Non-regular workers at schools warn of walkout
“We are trying to reach a point of compromise,” an official of the Ministry of Education told the JoongAng Ilbo Monday. “We have worked out our differences, more so than before.”
The Ministry of Education said that the ministry and a national union of non-permanent school workers began their closed-door negotiations on a pay raise on Monday morning.
It was the second round of negotiations after the two parties held one from last Thursday to Friday, which fell apart.
The ministry is said to have made an additional offer to the division Sunday night, and that the two parties were negotiating over the new offer Monday morning. If they cannot reach a deal by Wednesday, the union warned it will go on a strike from Thursday.
There are 142,000 non-regular workers at schools across the country, which include bus drivers, cafeteria cooks and janitors, and of them, 67 percent, or around 95,000, are members of the union. Such employees get no job security, and many are outsourced from contracting companies.
These members are demanding a 5.45 percent raise to their pay, a drop compared to the 6.24 percent hike the school workers demanded when they went on strike in July after negotiations with the ministry fell through.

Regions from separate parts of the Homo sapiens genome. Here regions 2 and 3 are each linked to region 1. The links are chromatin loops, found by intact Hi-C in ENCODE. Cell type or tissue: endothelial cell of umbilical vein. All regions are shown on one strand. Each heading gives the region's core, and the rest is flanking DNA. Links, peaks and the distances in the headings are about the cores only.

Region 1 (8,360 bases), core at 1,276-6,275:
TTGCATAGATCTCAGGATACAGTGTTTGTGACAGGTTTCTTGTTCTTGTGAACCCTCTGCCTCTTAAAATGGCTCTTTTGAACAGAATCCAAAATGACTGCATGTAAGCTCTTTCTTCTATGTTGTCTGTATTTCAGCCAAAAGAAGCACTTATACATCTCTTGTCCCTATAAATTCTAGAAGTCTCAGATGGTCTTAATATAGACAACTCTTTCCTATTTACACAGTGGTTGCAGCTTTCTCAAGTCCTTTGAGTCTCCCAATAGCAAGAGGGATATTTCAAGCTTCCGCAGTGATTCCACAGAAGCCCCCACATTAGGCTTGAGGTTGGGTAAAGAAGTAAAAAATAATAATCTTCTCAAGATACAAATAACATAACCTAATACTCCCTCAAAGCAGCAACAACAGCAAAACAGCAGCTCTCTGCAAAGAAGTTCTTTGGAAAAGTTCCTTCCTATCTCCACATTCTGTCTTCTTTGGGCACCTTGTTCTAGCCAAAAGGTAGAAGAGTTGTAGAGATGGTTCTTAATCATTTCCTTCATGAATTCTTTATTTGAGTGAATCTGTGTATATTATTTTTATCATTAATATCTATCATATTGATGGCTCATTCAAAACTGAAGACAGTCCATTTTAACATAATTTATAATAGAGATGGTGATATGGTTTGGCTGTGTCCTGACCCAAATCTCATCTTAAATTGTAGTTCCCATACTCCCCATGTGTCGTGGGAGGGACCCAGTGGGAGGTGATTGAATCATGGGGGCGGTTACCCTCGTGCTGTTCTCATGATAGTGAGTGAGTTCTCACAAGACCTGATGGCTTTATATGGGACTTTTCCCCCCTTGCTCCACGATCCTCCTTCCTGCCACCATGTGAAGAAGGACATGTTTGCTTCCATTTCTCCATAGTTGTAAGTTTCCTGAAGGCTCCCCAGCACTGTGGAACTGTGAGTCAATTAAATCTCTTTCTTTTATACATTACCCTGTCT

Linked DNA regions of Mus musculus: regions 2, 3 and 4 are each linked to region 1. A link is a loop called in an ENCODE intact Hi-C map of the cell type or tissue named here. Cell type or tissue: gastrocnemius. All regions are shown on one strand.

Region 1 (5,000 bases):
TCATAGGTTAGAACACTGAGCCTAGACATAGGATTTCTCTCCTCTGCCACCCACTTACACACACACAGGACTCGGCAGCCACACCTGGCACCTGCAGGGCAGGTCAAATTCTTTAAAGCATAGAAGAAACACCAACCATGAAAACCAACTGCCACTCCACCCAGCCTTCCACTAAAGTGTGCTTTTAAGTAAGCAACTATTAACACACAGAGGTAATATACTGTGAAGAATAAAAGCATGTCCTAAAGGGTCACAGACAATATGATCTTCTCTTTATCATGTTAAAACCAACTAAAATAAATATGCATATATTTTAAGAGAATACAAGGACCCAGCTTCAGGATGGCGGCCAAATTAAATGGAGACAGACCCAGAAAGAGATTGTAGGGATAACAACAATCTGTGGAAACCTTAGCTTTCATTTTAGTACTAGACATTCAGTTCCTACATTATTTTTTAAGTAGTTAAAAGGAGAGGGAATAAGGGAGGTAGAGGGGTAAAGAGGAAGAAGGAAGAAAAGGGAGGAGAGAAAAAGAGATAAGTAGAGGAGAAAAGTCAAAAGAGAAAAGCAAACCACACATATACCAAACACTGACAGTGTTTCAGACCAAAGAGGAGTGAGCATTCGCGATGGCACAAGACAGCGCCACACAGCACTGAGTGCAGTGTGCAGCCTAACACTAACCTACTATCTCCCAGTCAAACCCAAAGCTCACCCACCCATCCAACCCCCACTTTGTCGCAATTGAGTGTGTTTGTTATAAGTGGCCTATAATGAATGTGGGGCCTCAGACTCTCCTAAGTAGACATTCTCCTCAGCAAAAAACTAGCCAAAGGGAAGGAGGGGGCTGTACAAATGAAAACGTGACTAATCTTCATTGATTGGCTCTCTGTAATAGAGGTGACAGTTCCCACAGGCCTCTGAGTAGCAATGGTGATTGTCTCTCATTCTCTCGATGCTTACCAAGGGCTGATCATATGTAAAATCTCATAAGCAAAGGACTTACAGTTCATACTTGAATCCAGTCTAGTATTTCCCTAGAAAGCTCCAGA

The ministry, in the ongoing round of negotiations, is offering a 1.8 percent raise - the same it offered in July. The last time the negotiation fell through, around 2,500 contract workers at elementary, middle and high schools went on the strike from July 3 to 5. Around 2,800 schools had to stop serving lunch during those days.
Education offices in some provinces and municipalities distributed a variety of foodstuffs - mainly bread and milk - or asked parents to pack their children’s lunches. Some schools cut classes short.
“If the strike happens again, we will be at a loss for what to do regarding the school lunches,” said a 44-year-old woman surnamed Lee, who lives in Yangcheon District, western Seoul, with two children attending middle and high schools. “I don’t know why our children have to be the ones to suffer in this fight among grown-ups.”
In the last strike, school workers were also joining a larger, general strike by non-regular public sector employees, who argued that President Moon Jae-in was going back on the labor-friendly promises he made while running for president which included raising the minimum wage further, strictly enforcing shorter working hours, and putting many of the country’s public sector employees on permanent payrolls.
BY ESTHER CHUNG, JEON MIN-HEE [firstname.lastname@example.org]
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